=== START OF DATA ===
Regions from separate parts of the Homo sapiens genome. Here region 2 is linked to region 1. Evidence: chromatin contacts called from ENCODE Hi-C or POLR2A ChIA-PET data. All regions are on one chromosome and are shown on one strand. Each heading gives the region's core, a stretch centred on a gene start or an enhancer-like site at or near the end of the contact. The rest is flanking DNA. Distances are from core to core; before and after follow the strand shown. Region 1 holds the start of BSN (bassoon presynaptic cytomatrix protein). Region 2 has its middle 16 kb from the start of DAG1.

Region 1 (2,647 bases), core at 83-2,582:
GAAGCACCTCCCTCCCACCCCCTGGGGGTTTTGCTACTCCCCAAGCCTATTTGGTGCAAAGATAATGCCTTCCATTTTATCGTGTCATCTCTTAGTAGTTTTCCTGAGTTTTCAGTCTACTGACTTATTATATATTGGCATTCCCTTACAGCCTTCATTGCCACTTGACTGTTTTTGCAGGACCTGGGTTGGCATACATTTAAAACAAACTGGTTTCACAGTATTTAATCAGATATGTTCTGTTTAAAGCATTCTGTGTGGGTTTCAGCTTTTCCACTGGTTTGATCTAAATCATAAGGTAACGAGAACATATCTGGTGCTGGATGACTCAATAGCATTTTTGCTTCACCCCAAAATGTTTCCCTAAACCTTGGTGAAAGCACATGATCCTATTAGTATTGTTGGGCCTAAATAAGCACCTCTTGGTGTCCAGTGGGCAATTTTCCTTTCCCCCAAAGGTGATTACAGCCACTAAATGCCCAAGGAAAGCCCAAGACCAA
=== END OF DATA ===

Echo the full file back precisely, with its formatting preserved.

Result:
Regions from separate parts of the Homo sapiens genome. Here region 2 is linked to region 1. Evidence: chromatin contacts called from ENCODE Hi-C or POLR2A ChIA-PET data. All regions are on one chromosome and are shown on one strand. Each heading gives the region's core, a stretch centred on a gene start or an enhancer-like site at or near the end of the contact. The rest is flanking DNA. Distances are from core to core; before and after follow the strand shown. Region 1 holds the start of BSN (bassoon presynaptic cytomatrix protein). Region 2 has its middle 16 kb from the start of DAG1.

Region 1 (2,647 bases), core at 83-2,582:
GAAGCACCTCCCTCCCACCCCCTGGGGGTTTTGCTACTCCCCAAGCCTATTTGGTGCAAAGATAATGCCTTCCATTTTATCGTGTCATCTCTTAGTAGTTTTCCTGAGTTTTCAGTCTACTGACTTATTATATATTGGCATTCCCTTACAGCCTTCATTGCCACTTGACTGTTTTTGCAGGACCTGGGTTGGCATACATTTAAAACAAACTGGTTTCACAGTATTTAATCAGATATGTTCTGTTTAAAGCATTCTGTGTGGGTTTCAGCTTTTCCACTGGTTTGATCTAAATCATAAGGTAACGAGAACATATCTGGTGCTGGATGACTCAATAGCATTTTTGCTTCACCCCAAAATGTTTCCCTAAACCTTGGTGAAAGCACATGATCCTATTAGTATTGTTGGGCCTAAATAAGCACCTCTTGGTGTCCAGTGGGCAATTTTCCTTTCCCCCAAAGGTGATTACAGCCACTAAATGCCCAAGGAAAGCCCAAGACCAA